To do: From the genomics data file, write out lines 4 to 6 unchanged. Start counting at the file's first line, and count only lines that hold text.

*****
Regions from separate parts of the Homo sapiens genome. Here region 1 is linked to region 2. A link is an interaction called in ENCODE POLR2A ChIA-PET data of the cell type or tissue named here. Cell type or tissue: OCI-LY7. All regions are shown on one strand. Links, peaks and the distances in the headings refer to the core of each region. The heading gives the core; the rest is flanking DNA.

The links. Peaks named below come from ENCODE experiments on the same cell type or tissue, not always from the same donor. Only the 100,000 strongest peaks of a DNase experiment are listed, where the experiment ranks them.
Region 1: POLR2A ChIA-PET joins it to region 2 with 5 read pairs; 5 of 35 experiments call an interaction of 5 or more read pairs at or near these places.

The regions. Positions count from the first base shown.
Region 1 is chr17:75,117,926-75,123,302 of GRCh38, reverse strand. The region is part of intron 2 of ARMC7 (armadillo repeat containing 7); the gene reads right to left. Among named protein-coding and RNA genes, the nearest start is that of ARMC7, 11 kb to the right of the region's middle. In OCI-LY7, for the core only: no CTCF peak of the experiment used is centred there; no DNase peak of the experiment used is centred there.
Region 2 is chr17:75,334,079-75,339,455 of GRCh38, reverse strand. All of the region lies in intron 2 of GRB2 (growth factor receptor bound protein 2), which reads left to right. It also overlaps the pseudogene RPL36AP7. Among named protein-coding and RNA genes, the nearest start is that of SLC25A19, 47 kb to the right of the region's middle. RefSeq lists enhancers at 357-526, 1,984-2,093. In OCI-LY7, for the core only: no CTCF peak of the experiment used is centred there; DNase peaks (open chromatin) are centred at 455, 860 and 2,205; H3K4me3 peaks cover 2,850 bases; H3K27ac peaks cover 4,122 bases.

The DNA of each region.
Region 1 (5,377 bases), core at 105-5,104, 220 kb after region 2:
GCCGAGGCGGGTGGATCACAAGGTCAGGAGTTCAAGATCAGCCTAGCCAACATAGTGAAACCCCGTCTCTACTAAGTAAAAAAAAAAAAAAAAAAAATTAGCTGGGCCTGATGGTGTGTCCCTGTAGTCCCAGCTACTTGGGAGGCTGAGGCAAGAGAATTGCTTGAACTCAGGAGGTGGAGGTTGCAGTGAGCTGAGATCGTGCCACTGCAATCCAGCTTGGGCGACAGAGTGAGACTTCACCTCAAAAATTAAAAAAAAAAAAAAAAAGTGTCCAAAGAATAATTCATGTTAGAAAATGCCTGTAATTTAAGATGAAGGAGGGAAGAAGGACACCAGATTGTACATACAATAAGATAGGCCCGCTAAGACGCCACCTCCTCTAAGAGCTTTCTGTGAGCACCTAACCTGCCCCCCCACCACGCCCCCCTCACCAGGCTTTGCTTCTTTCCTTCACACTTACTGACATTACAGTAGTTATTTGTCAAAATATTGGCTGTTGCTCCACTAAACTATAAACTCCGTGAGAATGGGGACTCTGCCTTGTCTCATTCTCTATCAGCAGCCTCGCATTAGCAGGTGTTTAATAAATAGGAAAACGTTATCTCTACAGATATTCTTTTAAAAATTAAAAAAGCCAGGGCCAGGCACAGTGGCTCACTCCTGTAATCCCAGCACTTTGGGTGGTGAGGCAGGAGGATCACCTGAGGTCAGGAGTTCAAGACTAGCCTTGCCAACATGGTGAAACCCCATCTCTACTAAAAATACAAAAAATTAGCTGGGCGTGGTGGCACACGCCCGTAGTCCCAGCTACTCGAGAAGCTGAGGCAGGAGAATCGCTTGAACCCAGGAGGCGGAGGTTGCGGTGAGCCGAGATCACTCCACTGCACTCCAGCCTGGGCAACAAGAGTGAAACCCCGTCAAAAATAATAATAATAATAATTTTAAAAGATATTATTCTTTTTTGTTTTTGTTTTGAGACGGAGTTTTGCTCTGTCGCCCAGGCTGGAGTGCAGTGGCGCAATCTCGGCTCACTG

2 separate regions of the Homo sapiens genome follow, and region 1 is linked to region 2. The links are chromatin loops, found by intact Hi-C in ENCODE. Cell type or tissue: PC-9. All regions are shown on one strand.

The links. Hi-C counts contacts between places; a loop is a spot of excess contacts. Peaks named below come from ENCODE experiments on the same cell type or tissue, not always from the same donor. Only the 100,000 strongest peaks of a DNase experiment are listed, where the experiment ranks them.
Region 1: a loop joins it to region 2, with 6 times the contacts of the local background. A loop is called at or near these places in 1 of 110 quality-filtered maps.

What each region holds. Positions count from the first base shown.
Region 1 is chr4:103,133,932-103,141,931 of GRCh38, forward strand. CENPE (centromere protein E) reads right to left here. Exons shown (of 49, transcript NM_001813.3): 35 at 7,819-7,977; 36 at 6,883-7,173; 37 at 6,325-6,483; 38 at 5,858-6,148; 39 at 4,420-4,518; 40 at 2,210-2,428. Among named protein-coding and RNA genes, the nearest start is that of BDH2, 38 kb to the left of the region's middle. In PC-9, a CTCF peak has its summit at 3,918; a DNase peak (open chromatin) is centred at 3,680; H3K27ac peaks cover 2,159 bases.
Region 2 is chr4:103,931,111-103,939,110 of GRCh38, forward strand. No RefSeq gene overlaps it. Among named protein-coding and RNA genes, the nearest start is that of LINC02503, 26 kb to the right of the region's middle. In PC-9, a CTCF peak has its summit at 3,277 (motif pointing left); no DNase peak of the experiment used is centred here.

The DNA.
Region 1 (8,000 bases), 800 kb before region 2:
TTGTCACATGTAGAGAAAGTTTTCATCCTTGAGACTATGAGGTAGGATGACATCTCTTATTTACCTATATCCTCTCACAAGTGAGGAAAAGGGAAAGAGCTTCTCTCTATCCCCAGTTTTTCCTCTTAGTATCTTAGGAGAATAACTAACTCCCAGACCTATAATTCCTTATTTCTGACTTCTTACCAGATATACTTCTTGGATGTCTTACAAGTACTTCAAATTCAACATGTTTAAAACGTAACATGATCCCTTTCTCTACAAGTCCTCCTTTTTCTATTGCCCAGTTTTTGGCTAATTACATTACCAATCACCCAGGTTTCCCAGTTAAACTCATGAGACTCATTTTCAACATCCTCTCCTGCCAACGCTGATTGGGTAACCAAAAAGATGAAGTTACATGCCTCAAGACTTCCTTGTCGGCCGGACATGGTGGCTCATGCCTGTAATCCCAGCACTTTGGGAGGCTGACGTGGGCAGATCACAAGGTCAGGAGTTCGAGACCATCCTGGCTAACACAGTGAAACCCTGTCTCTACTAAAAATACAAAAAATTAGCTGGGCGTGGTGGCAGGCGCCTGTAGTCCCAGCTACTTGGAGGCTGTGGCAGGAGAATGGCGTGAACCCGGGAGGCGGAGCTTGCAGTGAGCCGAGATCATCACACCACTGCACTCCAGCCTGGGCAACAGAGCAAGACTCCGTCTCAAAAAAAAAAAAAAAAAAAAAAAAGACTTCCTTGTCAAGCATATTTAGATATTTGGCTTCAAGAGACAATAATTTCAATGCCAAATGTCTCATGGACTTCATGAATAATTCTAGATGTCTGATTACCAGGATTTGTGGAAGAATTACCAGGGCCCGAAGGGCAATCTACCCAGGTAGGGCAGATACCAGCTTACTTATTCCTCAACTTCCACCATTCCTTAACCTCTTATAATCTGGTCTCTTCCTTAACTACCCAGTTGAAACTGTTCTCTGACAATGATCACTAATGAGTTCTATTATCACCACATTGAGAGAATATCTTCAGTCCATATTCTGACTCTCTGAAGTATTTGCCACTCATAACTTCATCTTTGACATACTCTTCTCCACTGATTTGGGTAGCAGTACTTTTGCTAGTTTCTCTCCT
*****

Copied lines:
The regions. Positions count from the first base shown.
Region 1 is chr17:75,117,926-75,123,302 of GRCh38, reverse strand. The region is part of intron 2 of ARMC7 (armadillo repeat containing 7); the gene reads right to left. Among named protein-coding and RNA genes, the nearest start is that of ARMC7, 11 kb to the right of the region's middle. In OCI-LY7, for the core only: no CTCF peak of the experiment used is centred there; no DNase peak of the experiment used is centred there.
Region 2 is chr17:75,334,079-75,339,455 of GRCh38, reverse strand. All of the region lies in intron 2 of GRB2 (growth factor receptor bound protein 2), which reads left to right. It also overlaps the pseudogene RPL36AP7. Among named protein-coding and RNA genes, the nearest start is that of SLC25A19, 47 kb to the right of the region's middle. RefSeq lists enhancers at 357-526, 1,984-2,093. In OCI-LY7, for the core only: no CTCF peak of the experiment used is centred there; DNase peaks (open chromatin) are centred at 455, 860 and 2,205; H3K4me3 peaks cover 2,850 bases; H3K27ac peaks cover 4,122 bases.